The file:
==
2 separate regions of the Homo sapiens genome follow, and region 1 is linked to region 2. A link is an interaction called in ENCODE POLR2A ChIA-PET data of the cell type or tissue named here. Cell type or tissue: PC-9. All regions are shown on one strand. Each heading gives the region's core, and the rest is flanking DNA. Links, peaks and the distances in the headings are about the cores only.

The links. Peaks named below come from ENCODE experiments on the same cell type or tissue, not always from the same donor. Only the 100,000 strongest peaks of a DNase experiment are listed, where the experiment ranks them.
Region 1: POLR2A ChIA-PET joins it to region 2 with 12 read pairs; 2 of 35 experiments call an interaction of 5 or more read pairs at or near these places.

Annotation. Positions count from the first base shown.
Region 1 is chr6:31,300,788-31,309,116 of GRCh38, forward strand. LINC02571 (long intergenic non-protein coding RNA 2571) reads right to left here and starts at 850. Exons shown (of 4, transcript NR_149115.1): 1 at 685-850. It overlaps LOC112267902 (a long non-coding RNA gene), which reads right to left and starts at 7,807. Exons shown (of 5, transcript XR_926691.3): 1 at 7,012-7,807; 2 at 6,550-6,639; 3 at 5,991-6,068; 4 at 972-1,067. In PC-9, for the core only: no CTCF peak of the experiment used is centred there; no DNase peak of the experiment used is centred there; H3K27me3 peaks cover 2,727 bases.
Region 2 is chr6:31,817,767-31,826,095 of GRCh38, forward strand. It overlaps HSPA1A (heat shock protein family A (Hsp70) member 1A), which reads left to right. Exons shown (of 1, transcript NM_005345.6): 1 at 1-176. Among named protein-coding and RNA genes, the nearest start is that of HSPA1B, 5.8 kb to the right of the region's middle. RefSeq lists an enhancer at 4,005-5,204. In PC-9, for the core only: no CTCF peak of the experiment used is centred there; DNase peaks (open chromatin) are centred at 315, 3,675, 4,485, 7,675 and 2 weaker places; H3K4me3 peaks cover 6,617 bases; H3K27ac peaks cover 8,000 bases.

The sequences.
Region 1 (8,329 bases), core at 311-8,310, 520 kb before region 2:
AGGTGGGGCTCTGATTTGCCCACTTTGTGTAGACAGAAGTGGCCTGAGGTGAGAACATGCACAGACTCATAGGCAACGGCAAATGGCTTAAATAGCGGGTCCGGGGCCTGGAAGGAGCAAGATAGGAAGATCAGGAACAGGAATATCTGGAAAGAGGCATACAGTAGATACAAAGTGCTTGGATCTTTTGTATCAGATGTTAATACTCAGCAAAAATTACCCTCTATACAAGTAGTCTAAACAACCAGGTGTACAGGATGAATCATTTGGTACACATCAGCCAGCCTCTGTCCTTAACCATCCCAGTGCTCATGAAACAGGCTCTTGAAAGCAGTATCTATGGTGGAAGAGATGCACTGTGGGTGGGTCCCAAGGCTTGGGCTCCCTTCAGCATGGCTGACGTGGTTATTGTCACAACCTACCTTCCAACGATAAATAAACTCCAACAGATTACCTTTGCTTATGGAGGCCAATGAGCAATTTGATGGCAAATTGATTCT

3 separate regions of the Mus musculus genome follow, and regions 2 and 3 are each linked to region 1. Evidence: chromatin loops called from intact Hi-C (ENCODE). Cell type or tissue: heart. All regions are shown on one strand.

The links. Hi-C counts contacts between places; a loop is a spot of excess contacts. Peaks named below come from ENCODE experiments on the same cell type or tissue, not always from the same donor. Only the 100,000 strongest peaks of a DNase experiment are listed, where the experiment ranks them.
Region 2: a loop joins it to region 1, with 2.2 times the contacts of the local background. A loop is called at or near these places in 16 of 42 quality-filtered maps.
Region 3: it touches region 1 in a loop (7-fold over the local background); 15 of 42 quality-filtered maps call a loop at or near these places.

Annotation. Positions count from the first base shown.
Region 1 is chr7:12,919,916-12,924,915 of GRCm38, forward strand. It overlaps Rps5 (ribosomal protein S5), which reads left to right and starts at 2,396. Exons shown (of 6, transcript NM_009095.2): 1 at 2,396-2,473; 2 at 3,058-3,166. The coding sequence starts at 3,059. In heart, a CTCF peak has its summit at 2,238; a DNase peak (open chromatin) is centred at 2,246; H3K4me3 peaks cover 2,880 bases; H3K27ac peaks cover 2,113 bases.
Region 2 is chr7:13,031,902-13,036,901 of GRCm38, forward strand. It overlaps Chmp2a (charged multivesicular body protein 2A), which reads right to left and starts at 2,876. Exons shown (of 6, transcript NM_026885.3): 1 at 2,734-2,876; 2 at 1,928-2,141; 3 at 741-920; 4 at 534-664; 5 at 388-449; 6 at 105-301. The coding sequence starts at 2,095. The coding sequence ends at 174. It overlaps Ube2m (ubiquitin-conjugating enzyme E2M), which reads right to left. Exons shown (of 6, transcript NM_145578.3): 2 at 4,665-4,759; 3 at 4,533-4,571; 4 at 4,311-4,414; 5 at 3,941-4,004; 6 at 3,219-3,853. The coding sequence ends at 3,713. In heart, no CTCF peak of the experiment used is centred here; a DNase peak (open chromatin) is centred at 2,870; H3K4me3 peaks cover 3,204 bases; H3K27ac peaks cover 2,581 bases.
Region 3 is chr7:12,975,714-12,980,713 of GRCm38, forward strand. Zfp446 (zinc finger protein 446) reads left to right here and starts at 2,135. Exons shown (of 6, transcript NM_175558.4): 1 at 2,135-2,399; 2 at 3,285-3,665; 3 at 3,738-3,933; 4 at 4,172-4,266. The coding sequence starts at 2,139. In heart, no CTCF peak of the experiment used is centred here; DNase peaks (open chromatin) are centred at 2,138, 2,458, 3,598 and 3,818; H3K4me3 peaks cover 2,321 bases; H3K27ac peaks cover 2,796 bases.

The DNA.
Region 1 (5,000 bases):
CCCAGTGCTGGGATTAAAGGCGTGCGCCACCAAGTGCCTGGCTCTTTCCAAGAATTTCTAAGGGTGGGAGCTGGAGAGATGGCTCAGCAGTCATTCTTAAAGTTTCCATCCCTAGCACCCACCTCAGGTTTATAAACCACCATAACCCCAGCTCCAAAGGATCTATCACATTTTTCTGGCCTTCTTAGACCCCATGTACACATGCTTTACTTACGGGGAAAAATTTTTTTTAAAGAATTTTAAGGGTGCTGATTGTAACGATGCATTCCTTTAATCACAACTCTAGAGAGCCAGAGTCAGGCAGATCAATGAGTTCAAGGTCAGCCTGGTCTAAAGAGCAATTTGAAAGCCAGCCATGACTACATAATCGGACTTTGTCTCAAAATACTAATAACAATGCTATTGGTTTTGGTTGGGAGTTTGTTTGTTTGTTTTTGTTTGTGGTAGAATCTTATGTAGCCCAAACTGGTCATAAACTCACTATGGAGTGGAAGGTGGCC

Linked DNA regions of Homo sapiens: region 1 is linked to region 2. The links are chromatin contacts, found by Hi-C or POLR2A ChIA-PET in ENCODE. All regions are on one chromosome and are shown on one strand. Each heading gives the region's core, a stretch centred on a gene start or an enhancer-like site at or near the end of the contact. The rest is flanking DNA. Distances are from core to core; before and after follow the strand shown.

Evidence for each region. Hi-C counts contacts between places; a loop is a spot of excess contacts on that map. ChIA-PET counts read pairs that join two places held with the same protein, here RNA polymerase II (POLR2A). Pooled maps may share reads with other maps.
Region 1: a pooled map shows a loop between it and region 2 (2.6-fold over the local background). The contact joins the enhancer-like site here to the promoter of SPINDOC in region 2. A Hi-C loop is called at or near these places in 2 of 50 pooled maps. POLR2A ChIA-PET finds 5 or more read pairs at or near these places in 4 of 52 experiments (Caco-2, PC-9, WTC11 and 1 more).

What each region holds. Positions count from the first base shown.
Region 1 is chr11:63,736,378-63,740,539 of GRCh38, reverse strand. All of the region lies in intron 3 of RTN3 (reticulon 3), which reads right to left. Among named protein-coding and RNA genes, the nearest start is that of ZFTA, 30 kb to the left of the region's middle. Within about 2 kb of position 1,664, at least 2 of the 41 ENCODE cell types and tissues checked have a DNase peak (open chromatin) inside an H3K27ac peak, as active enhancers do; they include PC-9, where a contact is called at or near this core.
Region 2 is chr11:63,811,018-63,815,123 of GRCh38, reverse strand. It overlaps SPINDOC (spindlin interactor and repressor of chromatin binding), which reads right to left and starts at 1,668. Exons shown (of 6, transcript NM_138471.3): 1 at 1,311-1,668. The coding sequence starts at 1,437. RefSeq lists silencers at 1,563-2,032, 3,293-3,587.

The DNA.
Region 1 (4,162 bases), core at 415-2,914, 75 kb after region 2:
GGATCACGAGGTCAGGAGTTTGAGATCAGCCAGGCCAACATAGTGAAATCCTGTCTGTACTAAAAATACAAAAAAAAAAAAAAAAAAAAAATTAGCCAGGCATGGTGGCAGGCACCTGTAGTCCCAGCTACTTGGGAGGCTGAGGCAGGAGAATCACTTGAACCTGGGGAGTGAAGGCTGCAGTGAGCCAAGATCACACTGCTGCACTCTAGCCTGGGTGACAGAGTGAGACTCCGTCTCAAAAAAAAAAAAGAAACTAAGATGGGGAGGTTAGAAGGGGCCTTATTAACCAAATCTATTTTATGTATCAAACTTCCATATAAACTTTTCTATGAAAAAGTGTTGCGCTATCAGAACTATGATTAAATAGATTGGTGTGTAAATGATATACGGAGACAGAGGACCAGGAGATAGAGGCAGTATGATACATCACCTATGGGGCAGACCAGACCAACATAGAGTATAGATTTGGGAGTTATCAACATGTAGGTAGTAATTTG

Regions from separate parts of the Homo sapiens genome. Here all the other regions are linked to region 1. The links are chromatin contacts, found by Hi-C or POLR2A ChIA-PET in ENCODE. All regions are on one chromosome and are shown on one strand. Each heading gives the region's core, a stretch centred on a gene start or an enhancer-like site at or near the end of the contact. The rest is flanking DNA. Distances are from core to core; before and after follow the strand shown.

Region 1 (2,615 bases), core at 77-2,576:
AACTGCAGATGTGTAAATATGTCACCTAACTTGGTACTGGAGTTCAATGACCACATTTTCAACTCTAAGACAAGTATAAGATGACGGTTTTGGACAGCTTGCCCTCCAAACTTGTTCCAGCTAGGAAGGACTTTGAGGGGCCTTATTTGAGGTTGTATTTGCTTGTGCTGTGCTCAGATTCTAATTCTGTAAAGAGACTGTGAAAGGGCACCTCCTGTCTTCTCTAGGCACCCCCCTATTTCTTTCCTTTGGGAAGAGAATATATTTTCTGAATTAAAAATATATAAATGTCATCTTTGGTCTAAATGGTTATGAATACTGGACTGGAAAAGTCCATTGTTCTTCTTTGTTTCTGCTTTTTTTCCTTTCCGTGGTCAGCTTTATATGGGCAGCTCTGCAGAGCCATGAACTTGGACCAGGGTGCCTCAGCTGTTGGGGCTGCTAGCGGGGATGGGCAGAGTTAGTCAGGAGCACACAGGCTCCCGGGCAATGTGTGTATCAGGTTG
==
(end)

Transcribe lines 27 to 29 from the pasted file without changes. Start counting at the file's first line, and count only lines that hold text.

The DNA.
Region 1 (4,162 bases), core at 415-2,914, 75 kb after region 2:
GGATCACGAGGTCAGGAGTTTGAGATCAGCCAGGCCAACATAGTGAAATCCTGTCTGTACTAAAAATACAAAAAAAAAAAAAAAAAAAAAATTAGCCAGGCATGGTGGCAGGCACCTGTAGTCCCAGCTACTTGGGAGGCTGAGGCAGGAGAATCACTTGAACCTGGGGAGTGAAGGCTGCAGTGAGCCAAGATCACACTGCTGCACTCTAGCCTGGGTGACAGAGTGAGACTCCGTCTCAAAAAAAAAAAAGAAACTAAGATGGGGAGGTTAGAAGGGGCCTTATTAACCAAATCTATTTTATGTATCAAACTTCCATATAAACTTTTCTATGAAAAAGTGTTGCGCTATCAGAACTATGATTAAATAGATTGGTGTGTAAATGATATACGGAGACAGAGGACCAGGAGATAGAGGCAGTATGATACATCACCTATGGGGCAGACCAGACCAACATAGAGTATAGATTTGGGAGTTATCAACATGTAGGTAGTAATTTG